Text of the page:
The Colours of the Mountain
Synopsis: Manuel (Hernán Mauricio Ocampo) lives a simple life in the remote Columbia countryside, dreaming of one day becoming a great goalkeeper. So when he receives a brand new football for his 9th birthday, life seems perfect. But all is not well. The people of his village are caught between the guerrillas and the military, and the dangers become more personal when Manuel's new ball is stranded on a minefield. Manuel and his friends are determined to retrieve the precious ball and risk life and limb to get it back.
Anti-war parable kicks goals.
SPANISH FILM FESTIVAL: The loss of innocence, both in the heart of a football-obsessed little boy and in the spirit of a country’s people, is the central theme of Carlos César Arbeláez’s slow-burn heartbreaker The Colours of the Mountain. The Colombian/Panamanian co-production is a measured yet potent debut for the filmmaker, who exhibits a sublime command of his largely-inexperienced young cast and painter’s eye for the lush landscapes they inhabit.
In the rural, mountainous region of La Pradera, in a village of subsistent means and strong faith in God and nation, Manuel (Hernán Mauricio Ocampo) dreams of becoming a top-flight goalkeeper. Though handy around the farm, the 9-year-old’s world is a largely carefree combination of family and friends, most notably Julian (Nolberto Sánchez) and the albino Poca Luz (Genaro Aristzabal). Manuel is ecstatic when his father Ernesto (Hernan Mendez) gives him a new soccer ball – until the ball lands in a shallow valley that’s soon revealed to be minefield; a blackly comical reveal involving a runaway pig convinces all of the dangers involved.
The villagers, however, have greater concerns that Manuel doesn’t fully comprehend. Mountain guerrillas periodically descend upon the township for compulsory recruitment drives (there are violent consequences for dissenters). However, State-sanctioned murder is just as prevalent, when the brutal Army forces arrive to wipe out guerrillas and their supporters, and their actions strike fear in the simple folks hearts.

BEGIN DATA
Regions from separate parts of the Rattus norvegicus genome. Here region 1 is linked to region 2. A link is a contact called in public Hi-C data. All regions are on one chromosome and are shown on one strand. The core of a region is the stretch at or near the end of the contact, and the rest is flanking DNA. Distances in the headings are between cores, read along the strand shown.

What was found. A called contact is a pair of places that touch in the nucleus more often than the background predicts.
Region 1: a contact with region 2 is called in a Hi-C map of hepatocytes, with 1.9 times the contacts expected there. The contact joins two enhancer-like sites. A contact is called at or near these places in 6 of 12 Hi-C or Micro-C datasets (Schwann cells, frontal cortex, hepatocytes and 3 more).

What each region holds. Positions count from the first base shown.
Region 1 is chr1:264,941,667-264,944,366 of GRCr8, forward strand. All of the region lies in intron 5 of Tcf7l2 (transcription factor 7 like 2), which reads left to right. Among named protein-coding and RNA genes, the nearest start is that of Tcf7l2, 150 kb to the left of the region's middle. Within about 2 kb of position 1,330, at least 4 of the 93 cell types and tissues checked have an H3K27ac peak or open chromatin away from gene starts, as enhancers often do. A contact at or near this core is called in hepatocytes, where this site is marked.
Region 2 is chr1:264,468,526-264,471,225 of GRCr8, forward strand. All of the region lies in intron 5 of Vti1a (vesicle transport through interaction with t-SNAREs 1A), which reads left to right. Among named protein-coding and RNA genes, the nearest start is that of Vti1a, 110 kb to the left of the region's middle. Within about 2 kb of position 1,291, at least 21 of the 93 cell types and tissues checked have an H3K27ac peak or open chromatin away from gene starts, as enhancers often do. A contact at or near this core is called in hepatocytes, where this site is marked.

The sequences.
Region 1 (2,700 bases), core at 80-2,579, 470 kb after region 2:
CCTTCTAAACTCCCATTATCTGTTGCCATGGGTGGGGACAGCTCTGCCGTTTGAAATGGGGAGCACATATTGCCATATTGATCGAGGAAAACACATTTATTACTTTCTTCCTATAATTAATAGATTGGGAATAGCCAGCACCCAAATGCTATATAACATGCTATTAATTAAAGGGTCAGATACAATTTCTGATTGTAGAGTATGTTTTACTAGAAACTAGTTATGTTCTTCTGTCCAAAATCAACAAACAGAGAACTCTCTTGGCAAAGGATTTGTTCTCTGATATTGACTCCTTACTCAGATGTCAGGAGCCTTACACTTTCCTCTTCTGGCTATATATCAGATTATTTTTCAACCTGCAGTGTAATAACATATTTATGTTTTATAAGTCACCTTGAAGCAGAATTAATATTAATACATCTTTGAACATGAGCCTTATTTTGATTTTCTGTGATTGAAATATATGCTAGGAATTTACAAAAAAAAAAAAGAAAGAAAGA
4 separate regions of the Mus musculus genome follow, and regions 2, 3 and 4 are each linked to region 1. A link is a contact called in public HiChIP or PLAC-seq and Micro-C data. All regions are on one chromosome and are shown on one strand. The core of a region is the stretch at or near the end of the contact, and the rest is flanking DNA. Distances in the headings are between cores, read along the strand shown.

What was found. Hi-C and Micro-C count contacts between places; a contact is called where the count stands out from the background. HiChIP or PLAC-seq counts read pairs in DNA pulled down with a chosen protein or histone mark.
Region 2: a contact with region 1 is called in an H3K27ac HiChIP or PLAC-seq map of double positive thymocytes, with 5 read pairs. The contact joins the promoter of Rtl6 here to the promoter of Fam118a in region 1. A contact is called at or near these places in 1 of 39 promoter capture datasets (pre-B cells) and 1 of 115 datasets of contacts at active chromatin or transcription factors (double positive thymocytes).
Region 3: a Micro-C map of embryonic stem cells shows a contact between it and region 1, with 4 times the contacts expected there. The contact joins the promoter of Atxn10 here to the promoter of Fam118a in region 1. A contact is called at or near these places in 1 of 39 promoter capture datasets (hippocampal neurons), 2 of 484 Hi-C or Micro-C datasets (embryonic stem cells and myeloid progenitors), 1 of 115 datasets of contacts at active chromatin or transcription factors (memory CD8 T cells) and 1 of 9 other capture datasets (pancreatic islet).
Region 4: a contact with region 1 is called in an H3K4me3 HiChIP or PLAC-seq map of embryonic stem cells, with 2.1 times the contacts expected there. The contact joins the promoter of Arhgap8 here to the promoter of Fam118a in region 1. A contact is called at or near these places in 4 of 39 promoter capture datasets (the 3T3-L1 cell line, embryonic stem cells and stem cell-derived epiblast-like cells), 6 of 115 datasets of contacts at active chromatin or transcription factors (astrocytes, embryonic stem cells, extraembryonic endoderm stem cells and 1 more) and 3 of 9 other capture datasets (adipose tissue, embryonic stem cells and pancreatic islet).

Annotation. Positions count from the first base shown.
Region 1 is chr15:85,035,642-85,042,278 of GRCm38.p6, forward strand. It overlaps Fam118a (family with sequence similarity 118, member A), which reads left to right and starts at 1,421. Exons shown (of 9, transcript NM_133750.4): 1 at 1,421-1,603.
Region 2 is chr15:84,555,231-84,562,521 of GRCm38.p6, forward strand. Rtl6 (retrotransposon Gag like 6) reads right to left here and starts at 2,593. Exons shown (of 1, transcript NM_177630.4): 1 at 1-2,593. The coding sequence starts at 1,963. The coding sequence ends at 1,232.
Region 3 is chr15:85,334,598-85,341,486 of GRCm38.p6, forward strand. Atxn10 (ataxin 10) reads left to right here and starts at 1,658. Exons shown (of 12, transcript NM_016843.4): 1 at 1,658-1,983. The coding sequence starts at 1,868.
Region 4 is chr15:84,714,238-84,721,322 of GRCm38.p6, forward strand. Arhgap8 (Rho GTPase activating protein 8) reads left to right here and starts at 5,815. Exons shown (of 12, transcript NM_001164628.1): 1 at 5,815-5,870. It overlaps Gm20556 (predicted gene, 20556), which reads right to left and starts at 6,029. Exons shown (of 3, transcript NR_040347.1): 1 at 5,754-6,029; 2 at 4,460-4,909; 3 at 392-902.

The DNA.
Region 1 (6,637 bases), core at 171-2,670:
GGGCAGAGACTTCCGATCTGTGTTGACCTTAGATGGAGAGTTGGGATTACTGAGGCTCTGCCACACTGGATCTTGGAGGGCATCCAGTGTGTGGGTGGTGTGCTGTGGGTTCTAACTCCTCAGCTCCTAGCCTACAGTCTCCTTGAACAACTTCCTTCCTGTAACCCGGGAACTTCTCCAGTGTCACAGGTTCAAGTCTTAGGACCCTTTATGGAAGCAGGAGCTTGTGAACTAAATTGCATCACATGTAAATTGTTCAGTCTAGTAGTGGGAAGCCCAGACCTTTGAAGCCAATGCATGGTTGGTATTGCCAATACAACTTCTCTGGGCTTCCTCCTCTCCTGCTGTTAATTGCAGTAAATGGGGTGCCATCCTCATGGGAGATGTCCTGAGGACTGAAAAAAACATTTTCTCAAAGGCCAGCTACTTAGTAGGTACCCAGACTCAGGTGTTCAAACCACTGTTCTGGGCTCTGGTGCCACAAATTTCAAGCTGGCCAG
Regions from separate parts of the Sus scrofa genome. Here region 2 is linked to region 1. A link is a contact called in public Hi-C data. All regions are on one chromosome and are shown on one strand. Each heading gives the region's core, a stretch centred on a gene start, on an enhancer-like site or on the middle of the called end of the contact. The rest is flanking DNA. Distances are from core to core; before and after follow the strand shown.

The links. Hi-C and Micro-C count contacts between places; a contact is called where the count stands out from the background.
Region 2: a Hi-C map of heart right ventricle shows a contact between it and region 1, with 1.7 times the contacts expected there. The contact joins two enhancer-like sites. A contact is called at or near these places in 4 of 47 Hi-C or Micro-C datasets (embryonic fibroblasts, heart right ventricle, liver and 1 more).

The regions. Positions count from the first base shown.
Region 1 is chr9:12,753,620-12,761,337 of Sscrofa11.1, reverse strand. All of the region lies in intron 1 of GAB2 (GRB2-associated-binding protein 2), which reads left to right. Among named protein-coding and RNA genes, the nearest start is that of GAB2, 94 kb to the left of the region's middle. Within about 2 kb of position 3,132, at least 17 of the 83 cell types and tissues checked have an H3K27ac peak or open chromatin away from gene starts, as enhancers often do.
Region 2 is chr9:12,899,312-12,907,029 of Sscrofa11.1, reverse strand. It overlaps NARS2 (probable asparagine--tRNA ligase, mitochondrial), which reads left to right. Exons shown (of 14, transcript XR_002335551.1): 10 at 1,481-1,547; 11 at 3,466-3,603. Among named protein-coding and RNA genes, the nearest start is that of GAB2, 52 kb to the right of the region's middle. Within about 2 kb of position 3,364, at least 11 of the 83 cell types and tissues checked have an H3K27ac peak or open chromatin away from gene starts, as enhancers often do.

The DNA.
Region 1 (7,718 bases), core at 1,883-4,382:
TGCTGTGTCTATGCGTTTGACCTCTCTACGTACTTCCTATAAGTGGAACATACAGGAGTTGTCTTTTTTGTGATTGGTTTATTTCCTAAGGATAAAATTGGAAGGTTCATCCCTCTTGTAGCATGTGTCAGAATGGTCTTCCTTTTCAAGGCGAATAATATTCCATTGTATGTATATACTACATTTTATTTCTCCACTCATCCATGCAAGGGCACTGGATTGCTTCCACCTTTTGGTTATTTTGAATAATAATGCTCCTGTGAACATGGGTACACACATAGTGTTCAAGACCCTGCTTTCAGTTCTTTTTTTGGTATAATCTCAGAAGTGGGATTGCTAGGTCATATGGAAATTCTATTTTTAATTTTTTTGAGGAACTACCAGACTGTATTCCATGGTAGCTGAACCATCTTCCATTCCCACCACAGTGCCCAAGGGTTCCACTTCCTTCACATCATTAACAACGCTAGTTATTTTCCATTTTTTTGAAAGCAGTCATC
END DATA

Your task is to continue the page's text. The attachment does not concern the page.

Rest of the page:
Antioquian native Arbeláez utilises a deceptively soft-touch to tell the story of Colombia’s ‘desplazados por la violencia’ phenomenon – the percentage of the population made up of women, children and the elderly who have essentially become nomads, constantly fleeing the violent scourge that’s destroying their traditionally gentle lives. Fear and death has coursed through the region’s veins since ‘La Violenca’, the brutal civil conflict that lasted between 1945 and 1965. The story of Manuel and his village unfolds in such an understated manner – distant gunfire or the hum of helicopters barely registers from beneath the cry of farmyard animals or the joyous yelps of boys playing football – one begins to wonder exactly where and when the deeper concerns of this beautifully-told tale will emerge.
But emerge they do, amidst horrible (largely off-screen) violence, familial discourse and the collapse of traditional village life. The sweetness of the boys’ existence and the idealism, personified in the form of their new school teacher (Natalia Cuéllar), is slowly overtaken by an unseen tension; Ocampo’s performance, one of the finest by a child actor in many years, perfectly captures a childhood crumbling in the face of a mounting realisation of the nature of the world around him.
‘Innocence-in-wartime’ is a common cinematic motif (E.g. John Boorman’s Hope and Glory, 1987; Steven Spielberg’s Empire of the Sun, 1987; Andrei Tarkovsky’s Ivan’s Childhood, 1962; René Clément’s Forbidden Games, 1952) but its extensive usage is mostly because it’s grippingly effective. The debutant director scored a richly-deserved Best New Director award at the 2010 San Sebastian Film Festival, and Carlos César Arbeláez’s The Colour of the Mountains can take its rightful place among those works as a subtle, supremely well-told anti-war parable.
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